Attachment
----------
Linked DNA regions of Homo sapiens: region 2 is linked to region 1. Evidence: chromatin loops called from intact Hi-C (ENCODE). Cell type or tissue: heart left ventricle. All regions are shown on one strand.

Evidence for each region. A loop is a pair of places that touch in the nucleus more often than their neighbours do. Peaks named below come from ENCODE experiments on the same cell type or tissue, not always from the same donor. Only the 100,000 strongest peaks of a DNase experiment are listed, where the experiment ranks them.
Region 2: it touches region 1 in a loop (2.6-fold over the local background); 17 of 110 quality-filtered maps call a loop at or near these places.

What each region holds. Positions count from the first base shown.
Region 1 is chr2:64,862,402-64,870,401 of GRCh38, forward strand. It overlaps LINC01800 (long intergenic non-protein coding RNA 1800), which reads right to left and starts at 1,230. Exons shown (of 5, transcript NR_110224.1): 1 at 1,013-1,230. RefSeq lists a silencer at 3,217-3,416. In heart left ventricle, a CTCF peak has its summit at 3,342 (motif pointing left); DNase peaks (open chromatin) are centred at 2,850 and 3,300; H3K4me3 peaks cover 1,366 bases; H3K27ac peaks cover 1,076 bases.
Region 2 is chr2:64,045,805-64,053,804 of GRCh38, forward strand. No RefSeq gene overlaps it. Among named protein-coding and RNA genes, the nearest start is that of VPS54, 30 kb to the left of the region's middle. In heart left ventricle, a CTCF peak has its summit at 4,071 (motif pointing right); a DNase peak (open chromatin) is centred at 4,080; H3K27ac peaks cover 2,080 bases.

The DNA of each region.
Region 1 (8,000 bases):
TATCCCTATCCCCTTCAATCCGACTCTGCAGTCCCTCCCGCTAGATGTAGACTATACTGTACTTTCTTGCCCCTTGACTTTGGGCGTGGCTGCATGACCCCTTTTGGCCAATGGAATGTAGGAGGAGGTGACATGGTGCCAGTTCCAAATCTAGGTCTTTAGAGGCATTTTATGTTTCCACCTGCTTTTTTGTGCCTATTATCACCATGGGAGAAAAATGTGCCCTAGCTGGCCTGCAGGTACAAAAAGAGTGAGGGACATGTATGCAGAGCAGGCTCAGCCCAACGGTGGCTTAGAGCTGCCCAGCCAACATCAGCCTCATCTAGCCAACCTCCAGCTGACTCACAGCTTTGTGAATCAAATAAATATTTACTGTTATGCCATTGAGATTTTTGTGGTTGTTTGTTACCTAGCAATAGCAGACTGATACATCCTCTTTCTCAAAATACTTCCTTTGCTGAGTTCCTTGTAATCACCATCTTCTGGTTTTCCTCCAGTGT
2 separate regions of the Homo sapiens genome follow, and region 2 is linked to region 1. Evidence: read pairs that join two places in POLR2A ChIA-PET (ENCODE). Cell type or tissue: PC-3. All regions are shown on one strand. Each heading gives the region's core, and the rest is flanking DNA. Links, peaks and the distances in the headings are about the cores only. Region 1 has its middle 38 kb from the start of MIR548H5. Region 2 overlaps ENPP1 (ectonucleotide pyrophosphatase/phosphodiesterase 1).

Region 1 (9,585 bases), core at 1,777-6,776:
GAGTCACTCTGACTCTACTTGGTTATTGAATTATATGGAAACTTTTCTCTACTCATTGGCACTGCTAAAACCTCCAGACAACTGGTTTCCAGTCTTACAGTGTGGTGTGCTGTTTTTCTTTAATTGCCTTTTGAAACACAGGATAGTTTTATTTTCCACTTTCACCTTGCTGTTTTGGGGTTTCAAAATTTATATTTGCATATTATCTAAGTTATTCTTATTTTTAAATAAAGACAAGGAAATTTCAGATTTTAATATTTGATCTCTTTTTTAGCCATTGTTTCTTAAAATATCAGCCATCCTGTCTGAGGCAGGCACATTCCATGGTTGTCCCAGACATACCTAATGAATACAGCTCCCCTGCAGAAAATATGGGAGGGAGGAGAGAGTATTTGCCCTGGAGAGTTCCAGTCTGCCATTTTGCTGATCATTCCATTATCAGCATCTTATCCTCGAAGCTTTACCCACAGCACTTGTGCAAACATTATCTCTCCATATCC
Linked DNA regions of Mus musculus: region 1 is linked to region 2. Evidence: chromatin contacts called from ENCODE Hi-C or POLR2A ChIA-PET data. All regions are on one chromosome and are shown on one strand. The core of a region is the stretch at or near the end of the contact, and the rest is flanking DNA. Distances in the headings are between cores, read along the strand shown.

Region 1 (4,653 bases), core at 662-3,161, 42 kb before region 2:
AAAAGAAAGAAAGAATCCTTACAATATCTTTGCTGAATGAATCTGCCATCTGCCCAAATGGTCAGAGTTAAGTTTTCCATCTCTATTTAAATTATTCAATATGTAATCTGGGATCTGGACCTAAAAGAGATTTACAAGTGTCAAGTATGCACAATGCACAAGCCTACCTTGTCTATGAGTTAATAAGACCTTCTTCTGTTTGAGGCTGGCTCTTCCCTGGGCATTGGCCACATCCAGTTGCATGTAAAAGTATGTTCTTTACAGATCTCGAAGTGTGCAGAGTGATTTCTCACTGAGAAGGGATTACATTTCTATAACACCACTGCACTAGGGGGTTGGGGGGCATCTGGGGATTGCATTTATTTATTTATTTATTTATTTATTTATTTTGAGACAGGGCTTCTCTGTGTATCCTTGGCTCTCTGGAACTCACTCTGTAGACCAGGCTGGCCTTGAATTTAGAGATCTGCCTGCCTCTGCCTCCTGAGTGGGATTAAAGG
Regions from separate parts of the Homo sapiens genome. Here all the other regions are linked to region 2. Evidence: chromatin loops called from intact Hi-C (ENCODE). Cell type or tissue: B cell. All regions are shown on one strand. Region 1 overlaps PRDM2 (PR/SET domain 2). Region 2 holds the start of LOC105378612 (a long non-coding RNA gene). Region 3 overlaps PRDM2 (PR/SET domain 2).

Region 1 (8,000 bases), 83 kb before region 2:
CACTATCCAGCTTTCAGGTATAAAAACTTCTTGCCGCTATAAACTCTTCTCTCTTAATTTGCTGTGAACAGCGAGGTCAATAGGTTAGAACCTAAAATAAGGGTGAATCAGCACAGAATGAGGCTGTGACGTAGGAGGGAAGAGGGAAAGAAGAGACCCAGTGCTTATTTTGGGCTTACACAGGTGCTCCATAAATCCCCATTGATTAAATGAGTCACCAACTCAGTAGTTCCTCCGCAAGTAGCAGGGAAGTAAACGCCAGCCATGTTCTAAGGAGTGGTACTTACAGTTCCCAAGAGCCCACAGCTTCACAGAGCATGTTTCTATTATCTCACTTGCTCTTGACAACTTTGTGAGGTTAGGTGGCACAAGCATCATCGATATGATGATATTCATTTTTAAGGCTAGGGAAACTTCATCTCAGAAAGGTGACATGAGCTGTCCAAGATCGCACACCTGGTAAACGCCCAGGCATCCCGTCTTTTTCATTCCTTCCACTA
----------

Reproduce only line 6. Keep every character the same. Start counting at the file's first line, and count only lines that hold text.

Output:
Region 2 is chr2:64,045,805-64,053,804 of GRCh38, forward strand. No RefSeq gene overlaps it. Among named protein-coding and RNA genes, the nearest start is that of VPS54, 30 kb to the left of the region's middle. In heart left ventricle, a CTCF peak has its summit at 4,071 (motif pointing right); a DNase peak (open chromatin) is centred at 4,080; H3K27ac peaks cover 2,080 bases.